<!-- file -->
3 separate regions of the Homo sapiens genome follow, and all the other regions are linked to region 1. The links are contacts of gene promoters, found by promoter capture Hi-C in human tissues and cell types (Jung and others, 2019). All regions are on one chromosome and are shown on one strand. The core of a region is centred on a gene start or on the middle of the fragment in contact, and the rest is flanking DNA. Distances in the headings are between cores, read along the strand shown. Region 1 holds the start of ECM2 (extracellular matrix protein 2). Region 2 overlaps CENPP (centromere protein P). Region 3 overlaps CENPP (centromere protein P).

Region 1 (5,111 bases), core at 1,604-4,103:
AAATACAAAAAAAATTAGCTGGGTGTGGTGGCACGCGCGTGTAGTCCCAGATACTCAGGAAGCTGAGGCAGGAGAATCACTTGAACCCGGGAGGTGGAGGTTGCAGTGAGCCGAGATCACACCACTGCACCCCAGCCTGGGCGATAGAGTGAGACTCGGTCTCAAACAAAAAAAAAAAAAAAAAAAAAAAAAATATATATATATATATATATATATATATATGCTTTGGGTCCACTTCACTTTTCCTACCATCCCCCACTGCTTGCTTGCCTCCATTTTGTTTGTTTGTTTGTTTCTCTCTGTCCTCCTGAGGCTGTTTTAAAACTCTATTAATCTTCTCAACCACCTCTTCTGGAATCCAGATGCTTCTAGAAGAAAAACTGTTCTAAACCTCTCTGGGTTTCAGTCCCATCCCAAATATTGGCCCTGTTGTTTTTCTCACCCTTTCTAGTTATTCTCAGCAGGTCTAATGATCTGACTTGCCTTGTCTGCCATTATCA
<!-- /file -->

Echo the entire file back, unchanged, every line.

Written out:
3 separate regions of the Homo sapiens genome follow, and all the other regions are linked to region 1. The links are contacts of gene promoters, found by promoter capture Hi-C in human tissues and cell types (Jung and others, 2019). All regions are on one chromosome and are shown on one strand. The core of a region is centred on a gene start or on the middle of the fragment in contact, and the rest is flanking DNA. Distances in the headings are between cores, read along the strand shown. Region 1 holds the start of ECM2 (extracellular matrix protein 2). Region 2 overlaps CENPP (centromere protein P). Region 3 overlaps CENPP (centromere protein P).

Region 1 (5,111 bases), core at 1,604-4,103:
AAATACAAAAAAAATTAGCTGGGTGTGGTGGCACGCGCGTGTAGTCCCAGATACTCAGGAAGCTGAGGCAGGAGAATCACTTGAACCCGGGAGGTGGAGGTTGCAGTGAGCCGAGATCACACCACTGCACCCCAGCCTGGGCGATAGAGTGAGACTCGGTCTCAAACAAAAAAAAAAAAAAAAAAAAAAAAAATATATATATATATATATATATATATATATGCTTTGGGTCCACTTCACTTTTCCTACCATCCCCCACTGCTTGCTTGCCTCCATTTTGTTTGTTTGTTTGTTTCTCTCTGTCCTCCTGAGGCTGTTTTAAAACTCTATTAATCTTCTCAACCACCTCTTCTGGAATCCAGATGCTTCTAGAAGAAAAACTGTTCTAAACCTCTCTGGGTTTCAGTCCCATCCCAAATATTGGCCCTGTTGTTTTTCTCACCCTTTCTAGTTATTCTCAGCAGGTCTAATGATCTGACTTGCCTTGTCTGCCATTATCA